Neighborhoods within Philadelphia may be designated as historic districts by either the City of Philadelphia or by the National Register of Historic Places, which is the official list of the historic places in the United States deemed worthy of preservation.
Authorized by the National Historic Preservation Act of 1966, the National Park Service’s National Register of Historic Places is part of a national program to coordinate and support public and private efforts to identify, evaluate, and protect America’s historic and archeological resources. The University City Historical Society is involved in ongoing efforts to have the historic character of our neighborhoods recognized by both groups.
West Philadelphia and University City currently contain over 50 sites that are listed on the National Register of Historic Places. The most recent to be listed was the West Philadelphia Streetcar Suburb Historic District. This nomination was a long-term project of UCHS. Volunteers from the society completed an exhaustive survey of the buildings in the neighborhood, describing and photographing almost every structure. The final report was begun by former UCHS president Jennifer Goodman and completed for UCHS by historic preservation consultant Cynthia Rose; it was submitted to the Pennsylvania Historical and Museum Commission in January 1997 and approved by the National Register in February 1998. This report contains over 250 pages of description and documentation of over 3500 neighborhood buildings.
National Register sites and districts recognize important historical areas. No restrictions are placed on buildings included on the National Register, although owners of commercial properties may be eligible for tax incentives for appropriate rehabilitation of those properties. The National Register’s Heritage Preservation Services division can provide more information.
Local historic districts are regulated by the City of Philadelphia’s Historical Commission. The goal of these districts is to preserve the unique character of a district or neighborhood. The University City Historical Society has worked in the past toward getting Spruce Hill recognized as a local historic district.
The Spruce Hill Historic District nomination, made possible by a grant from the J.N. Pew, Jr. Charitable Trust, was prepared by the Preservation Coalition of Greater Philadelphia (now the Preservation Alliance of Greater Philadelphia).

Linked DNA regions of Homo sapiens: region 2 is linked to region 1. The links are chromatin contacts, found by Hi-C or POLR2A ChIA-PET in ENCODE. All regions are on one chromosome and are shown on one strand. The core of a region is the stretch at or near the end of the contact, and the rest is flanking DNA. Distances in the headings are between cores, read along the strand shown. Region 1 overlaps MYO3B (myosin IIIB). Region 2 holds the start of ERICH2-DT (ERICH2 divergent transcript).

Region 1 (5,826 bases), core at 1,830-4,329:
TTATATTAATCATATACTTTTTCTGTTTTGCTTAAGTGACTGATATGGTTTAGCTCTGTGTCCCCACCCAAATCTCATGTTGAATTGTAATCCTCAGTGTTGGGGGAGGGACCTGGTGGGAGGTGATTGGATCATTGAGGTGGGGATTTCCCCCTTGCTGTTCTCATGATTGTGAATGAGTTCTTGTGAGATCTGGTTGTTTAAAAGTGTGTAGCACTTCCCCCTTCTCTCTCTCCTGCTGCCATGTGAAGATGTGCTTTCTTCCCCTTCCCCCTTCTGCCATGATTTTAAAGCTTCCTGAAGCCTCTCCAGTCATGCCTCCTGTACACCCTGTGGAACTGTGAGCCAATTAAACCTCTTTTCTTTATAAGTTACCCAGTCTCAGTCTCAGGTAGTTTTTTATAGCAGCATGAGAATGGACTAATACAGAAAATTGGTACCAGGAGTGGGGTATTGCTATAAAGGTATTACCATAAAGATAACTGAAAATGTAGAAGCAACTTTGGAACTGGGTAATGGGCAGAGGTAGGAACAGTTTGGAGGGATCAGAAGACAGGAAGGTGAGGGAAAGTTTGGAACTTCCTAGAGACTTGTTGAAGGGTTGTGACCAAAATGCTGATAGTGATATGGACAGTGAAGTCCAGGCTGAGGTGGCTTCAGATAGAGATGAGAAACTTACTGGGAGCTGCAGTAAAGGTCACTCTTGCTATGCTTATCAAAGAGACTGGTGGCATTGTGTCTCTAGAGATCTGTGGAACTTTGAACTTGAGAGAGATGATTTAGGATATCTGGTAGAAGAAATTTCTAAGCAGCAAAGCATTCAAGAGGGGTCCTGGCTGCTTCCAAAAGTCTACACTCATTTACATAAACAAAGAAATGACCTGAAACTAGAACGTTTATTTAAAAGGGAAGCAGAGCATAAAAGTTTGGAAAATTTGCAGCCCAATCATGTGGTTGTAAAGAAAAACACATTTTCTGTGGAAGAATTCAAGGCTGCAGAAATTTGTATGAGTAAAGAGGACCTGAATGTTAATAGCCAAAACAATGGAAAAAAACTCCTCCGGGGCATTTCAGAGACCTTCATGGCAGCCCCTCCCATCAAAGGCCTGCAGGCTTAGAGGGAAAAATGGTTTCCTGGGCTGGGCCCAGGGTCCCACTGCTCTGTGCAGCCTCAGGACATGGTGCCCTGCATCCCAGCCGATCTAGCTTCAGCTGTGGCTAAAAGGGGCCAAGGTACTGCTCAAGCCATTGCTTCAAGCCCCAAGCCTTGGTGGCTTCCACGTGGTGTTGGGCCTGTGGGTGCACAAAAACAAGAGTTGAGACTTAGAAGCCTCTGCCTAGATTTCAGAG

The West Philadelphia Streetcar Suburb Historic District nomination project was supported jointly by a grant from the Pennsylvania Historical and Museum Commission and by funds raised by the University City Historical Society.
Philadelphia Register of Historic Places
The local register is maintained by the Philadelphia Historical Commission. Criteria for evaluation can be found HERE and includes exemplifying the cultural, political, economic, social, or historical heritage of the community and being the work of an architect who significantly influenced the historical, architectural, or social development of the City, Commonwealth, or Nation.
Inclusion on the Philadelphia register provides a historic district with regulatory oversight if an owner desires to alter the property. Alterations can include building additions; roof, window, or porch replacement; and partial or complete demolition. While window replacement can often be reviewed at the staff level, more invasive alterations must come before the PHC’s Architectural Committee for a public discussion of the effects of such proposals. Local regulatory oversight guarantees a public review process in which neighbors can participate. Preservation is a public good and local government gives a platform to discuss implications of alterations to our inherited patrimony.
University City has several local historic districts within its boundaries: 420 Row; Chester Regent; Parkside; Satterlee Heights; and the 3611-31 Spring Garden Street Historic District. The Spruce Hill Historic District was submitted to the PHC in 2002 but was not processed. The Powelton Village Historic District is currently in the works.
National Register of Historic Places
The National Register is the nation’s inventory of historic places at the local and state levels with corresponding documentation as to its significance. It documents the appearance and importance of historic resources significant in our history to give “a sense of orientation to the American people,” according to the 1966 National Historic Preservation Act which authorized the National Register. National Register properties and districts are managed by their state’s Historic Preservation Office; for us, this is the Pennsylvania Historical and Museum Commission.
University City is proud to have three National Register Historic Districts within its boundaries. Powelton Village Historic District, West Philadelphia Streetcar Suburb Historic District and Garden Court Historic District.
Inclusion on the National Register is based on Criteria for Evaluation found HERE and recognizes the accomplishments and achievements of everyone who has contributed to the history of the United States. National Register properties are not under regulatory review if owners seek alterations, including demolition, nor do they invoke local historical ordinances or land-use codes. State and federal tax credits can be used to restore buildings in NR-designated districts for income-producing purposes and are terrific for revitalizing dormant and derelict properties.